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Champagne Syllabub

(recipe, Anne Willan)


One historical version of English syllabub involves a unique procedure: a cow is milked directly into a bowl of wine and fruit juice. I always thought this was a joke, but no. At Colonial Williamsburg, the recipe was field-tested with the cooperation of a cow called Hannah, named for the author of the recipe, Hannah Glasse. The warmth and force of the jet of milk, it turns out, helps the syllabub to froth and thicken. To obtain the same result in the kitchen, unpasteurized milk must be warmed and then poured from a height into the wine. The following method of whipping cream together with the wine is much simpler, I am happy to say. The old word syllabub is associated with Sillery, a wine village in the Champagne area of France. It is fun to make syllabub with a sparkling wine, and a modest bottle will do, given the strong background flavorings of lemon and sherry, which should be medium-dry.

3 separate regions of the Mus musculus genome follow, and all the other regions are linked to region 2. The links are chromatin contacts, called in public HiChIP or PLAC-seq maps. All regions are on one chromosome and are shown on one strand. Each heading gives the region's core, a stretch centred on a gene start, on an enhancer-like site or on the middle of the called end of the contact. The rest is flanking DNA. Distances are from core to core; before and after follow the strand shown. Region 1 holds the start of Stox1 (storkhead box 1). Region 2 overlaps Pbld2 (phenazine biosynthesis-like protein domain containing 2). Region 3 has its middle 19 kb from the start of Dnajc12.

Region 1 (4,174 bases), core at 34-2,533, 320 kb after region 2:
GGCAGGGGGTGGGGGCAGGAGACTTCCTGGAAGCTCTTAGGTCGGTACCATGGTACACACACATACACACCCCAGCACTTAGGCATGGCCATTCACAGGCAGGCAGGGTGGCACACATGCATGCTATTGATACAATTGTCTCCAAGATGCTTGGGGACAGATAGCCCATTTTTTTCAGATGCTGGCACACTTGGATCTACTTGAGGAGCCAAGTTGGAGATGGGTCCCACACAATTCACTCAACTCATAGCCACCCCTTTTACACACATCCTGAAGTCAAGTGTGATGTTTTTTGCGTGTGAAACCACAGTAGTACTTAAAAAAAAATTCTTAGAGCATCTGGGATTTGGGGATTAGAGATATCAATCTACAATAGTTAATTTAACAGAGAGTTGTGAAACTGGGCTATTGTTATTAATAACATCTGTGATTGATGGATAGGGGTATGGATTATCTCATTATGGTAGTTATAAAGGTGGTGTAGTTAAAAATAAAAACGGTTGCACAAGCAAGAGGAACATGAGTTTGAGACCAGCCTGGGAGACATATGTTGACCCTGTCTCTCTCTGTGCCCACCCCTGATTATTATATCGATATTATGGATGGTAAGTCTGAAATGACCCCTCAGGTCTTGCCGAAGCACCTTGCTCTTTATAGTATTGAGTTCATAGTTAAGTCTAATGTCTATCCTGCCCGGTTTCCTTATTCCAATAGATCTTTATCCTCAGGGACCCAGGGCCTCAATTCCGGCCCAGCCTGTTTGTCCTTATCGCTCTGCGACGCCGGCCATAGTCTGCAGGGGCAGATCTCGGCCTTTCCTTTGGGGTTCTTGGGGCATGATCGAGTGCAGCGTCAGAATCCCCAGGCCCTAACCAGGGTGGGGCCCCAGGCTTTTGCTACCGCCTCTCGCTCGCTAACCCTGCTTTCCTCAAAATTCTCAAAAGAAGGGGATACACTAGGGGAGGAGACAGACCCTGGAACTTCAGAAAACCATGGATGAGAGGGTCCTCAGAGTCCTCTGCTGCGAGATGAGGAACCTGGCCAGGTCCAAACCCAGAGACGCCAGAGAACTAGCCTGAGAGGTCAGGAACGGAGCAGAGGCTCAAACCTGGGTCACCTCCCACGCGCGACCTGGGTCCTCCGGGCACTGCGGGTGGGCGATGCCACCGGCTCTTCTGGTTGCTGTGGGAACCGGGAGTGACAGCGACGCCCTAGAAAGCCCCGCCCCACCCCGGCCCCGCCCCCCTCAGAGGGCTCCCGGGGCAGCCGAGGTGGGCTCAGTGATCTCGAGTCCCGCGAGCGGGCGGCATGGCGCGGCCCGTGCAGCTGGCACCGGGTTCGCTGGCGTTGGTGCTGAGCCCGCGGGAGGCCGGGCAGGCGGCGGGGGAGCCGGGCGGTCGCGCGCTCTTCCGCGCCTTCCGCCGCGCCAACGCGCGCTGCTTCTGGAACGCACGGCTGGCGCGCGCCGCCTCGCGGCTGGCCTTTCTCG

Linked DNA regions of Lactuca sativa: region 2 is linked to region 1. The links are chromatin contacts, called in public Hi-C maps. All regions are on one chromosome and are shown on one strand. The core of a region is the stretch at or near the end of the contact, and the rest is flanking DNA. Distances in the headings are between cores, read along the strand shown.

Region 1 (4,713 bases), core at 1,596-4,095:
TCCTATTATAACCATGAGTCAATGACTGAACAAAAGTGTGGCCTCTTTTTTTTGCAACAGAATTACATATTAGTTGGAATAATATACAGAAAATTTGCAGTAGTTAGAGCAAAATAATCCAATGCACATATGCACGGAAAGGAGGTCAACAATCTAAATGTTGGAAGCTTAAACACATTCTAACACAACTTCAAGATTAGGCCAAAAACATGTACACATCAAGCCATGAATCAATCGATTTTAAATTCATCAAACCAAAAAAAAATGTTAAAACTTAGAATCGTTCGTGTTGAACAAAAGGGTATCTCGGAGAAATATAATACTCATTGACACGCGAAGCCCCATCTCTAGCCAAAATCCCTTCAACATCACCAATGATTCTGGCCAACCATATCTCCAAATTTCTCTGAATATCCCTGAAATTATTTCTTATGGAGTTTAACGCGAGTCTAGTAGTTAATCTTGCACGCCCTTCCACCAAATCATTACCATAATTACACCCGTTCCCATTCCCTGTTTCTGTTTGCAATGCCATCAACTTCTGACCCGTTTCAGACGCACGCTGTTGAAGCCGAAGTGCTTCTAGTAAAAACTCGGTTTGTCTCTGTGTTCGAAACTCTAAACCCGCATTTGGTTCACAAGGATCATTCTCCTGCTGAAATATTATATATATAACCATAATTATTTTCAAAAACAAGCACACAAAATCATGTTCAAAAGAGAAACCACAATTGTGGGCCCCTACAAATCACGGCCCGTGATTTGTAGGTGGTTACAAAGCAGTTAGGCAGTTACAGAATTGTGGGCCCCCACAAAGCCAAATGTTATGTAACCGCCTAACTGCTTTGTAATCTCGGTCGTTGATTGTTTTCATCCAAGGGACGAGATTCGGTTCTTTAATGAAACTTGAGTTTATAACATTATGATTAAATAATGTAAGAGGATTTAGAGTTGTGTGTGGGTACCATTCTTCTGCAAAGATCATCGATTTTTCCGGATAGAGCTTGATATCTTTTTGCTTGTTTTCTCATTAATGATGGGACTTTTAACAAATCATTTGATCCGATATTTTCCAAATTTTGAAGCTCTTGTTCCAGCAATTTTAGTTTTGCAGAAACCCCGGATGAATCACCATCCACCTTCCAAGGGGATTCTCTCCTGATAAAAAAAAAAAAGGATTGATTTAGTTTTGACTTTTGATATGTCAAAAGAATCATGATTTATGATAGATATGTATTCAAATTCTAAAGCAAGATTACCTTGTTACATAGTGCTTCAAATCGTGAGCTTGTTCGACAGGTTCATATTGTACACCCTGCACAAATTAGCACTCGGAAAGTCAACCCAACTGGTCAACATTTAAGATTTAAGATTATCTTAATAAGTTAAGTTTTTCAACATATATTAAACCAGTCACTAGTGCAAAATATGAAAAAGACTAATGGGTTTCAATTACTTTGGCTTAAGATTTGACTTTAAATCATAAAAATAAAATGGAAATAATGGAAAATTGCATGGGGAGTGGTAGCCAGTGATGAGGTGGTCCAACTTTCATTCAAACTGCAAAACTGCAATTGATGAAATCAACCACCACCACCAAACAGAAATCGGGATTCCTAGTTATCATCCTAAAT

1. ½ cup (125 ml/4 fl. oz.) dry, sparkling white wine
  2. 2 Tbsp. sherry
  3. 2 Tbsp. lemon juice
  4. ¼ cup (50 mg/1¾ oz.) sugar, plus more if needed
  5. 1 cup (250 ml/8 fl. oz.) heavy cream
  6. 6 stemmed wine syllabub glasses
  7. Grated nutmeg or ground cinnamon, for sprinkling


  1. Mix the wine, sherry, lemon juice, and sugar in a bowl, and stir to partly dissolve the sugar. Beat in the cream using an electric mixer or hand-held balloon whisk, and continue beating until the syllabub thickens enough to hold a soft peak for a few seconds when the whisk is lifted, 10 to 15 minutes. Taste and beat in more sugar if needed.
  2. Spoon the mixture into stemmed glasses, cover, and chill at least 6 hours and up to 3 days. Just before serving, sprinkle the top with nutmeg or cinnamon.